On January 12 the Governor fired Commissioner Kemp. The Juneau Empire and later the Alaska Dispatch and the Fairbanks Daily News Miner quoted the Governor’s spokesperson Grace Jong who made clear that both the Knik Bridge and Juneau Access projects were “on the block.”
The Subway Eminent Domain Fiasco: A DOT Left Hand/Right Hand Problem or an Out of Control Bureaucracy?
On January 8, 2015, DOT contractor HDR notified the owners of the Subway business on Government Hill threatening that if ”there is not some form of mutual agreement reached between the parties within 14 days” regarding acquiring of their property lease for Bridge right of way, the case would be referred to the Attorney General for instigation of eminent domain proceeding to acquire Subway’s interests in the property. The HDR letter copied Knik Bridge Director Judy Dougherty and the Attorney General’s Office.
The willingness of DOT to incur further legal and right of way costs appeared to contradict both the Governor’s December Administrative Order 271 to halt further un-obligated spending and the Knik Arm Crossing and Toll Authority’s (KABATA’s) November 14, 2013 Board resolution to let existing businesses operate until the project’s plans were nailed down.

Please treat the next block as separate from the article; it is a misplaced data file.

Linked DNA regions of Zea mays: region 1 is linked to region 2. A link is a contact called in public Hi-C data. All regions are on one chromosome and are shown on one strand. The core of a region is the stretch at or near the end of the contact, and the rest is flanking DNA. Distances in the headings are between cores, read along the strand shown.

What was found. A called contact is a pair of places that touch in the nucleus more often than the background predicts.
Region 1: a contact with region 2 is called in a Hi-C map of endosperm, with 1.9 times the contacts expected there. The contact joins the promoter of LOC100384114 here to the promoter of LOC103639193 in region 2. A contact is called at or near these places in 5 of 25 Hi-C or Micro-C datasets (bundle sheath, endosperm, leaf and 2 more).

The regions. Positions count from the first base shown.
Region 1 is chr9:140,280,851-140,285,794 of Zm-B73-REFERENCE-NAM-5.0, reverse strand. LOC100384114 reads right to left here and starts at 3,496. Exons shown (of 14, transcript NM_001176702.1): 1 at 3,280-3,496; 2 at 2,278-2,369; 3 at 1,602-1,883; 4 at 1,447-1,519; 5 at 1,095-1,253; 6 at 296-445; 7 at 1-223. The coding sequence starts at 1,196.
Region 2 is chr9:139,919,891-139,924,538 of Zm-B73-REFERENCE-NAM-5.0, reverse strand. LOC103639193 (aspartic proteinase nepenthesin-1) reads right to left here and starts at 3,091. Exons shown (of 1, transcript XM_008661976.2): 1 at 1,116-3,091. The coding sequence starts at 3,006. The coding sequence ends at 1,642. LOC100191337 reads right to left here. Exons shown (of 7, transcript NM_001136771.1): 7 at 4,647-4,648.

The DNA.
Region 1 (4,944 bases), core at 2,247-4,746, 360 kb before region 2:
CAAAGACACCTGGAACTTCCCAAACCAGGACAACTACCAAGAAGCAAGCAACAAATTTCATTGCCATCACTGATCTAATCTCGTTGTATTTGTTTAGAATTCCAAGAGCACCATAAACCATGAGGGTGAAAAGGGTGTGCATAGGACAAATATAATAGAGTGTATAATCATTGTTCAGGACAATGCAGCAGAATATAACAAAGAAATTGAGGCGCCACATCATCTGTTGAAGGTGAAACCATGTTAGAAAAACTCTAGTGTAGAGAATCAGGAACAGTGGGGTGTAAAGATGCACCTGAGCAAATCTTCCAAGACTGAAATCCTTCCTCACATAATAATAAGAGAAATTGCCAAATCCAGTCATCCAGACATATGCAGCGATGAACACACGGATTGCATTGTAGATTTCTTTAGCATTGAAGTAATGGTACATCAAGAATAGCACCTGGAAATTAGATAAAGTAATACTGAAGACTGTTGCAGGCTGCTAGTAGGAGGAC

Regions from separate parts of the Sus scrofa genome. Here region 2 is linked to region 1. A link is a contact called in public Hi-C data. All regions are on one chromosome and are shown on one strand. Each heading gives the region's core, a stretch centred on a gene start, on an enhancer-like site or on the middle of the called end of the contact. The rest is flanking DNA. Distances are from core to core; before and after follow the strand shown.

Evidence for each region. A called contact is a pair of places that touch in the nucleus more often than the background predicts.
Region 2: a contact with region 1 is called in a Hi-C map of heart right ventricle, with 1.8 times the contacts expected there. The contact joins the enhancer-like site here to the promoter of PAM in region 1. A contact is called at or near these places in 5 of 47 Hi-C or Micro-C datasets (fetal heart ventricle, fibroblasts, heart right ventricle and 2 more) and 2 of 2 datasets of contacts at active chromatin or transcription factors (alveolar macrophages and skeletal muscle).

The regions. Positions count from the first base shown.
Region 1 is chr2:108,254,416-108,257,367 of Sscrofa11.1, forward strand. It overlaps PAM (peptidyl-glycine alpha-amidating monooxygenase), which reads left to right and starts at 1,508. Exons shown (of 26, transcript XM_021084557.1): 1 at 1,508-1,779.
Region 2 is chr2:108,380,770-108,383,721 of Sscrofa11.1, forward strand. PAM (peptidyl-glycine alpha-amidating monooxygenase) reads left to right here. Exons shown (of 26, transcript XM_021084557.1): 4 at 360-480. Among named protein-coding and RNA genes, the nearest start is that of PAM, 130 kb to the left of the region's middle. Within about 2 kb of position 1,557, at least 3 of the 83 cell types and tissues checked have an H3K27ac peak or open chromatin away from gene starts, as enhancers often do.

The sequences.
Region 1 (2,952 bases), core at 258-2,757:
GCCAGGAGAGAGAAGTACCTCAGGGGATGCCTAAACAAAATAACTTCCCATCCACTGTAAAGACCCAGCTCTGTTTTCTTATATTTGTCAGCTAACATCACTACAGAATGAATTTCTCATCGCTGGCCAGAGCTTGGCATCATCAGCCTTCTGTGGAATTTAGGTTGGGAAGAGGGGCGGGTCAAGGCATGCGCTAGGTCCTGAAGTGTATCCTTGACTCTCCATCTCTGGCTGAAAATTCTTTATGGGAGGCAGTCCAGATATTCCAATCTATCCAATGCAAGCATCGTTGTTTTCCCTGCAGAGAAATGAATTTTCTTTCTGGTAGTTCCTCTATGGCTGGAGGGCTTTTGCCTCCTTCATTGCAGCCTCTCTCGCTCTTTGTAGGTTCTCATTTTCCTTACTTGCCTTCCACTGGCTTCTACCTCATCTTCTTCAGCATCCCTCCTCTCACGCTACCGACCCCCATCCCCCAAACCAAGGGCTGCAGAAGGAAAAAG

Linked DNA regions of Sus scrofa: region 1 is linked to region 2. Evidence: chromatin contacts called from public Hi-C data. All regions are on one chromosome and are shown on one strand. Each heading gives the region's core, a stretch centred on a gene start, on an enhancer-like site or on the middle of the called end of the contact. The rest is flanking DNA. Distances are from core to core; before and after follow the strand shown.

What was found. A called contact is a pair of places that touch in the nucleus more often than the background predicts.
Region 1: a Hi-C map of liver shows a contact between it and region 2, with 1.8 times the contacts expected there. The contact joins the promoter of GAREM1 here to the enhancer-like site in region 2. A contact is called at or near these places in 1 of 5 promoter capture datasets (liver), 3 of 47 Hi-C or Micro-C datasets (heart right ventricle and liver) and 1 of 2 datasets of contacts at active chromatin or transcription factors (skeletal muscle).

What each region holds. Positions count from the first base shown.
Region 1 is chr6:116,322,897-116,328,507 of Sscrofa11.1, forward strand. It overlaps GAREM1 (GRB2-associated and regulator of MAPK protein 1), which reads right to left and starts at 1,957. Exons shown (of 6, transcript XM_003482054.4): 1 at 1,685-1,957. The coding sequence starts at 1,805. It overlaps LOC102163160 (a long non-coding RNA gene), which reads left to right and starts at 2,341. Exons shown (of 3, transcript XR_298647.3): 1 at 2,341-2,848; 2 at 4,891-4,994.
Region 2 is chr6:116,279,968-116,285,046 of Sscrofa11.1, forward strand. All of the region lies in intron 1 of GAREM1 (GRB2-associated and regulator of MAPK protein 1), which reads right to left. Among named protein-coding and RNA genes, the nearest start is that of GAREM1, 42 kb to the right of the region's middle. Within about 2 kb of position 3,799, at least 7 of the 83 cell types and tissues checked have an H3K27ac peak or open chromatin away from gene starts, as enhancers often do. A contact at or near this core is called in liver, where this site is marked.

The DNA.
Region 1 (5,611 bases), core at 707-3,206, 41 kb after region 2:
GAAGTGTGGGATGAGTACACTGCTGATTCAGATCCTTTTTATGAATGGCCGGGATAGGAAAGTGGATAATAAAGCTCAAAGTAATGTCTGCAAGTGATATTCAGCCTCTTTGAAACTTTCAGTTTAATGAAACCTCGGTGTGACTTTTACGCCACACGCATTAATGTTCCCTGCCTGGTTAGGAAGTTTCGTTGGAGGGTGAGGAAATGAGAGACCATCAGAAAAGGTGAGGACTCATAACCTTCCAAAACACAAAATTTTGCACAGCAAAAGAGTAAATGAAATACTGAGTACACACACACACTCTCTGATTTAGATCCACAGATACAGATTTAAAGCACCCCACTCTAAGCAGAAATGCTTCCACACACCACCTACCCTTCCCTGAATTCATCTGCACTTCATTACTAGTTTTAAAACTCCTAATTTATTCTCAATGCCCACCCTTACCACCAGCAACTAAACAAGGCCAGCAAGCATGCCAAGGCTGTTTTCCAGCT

It’s not clear whether DOT leadership, including Central Region Director Rob Campbell, knew that Knik Arm Crossing Director Judy Dougherty was continuing steps to take to acquire property. But the Governor reacted by canceling any further efforts to acquire more right of way, remarking “let’s not go and start tearing down buildings and closing businesses” for the hypothetical project. It is not known if the Tesoro Station on Government Hill received a similar eminent domain letter from DOT, as their property is also slated for demolition, should the Knik Bridge pass their financial and permitting hurdles.
Government Hill Community Council President Stephanie Kesler applauded the Governor’s decision to cancel the eminent domain proceedings while pointing out that DOT had still not canceled the contract to demolish two private homes and the Sourdough Motel. She asked that the DOT employees who ignored the Governor’s administrative order be held accountable. Senator Ellis (D-Anc) described the attempted taking of two operating business as a continuation of the Department’s “pattern of intimidation” of the neighborhood and Bridge opponents.
Summary: New Sheriff in Town and New Commissioner, but old legislature?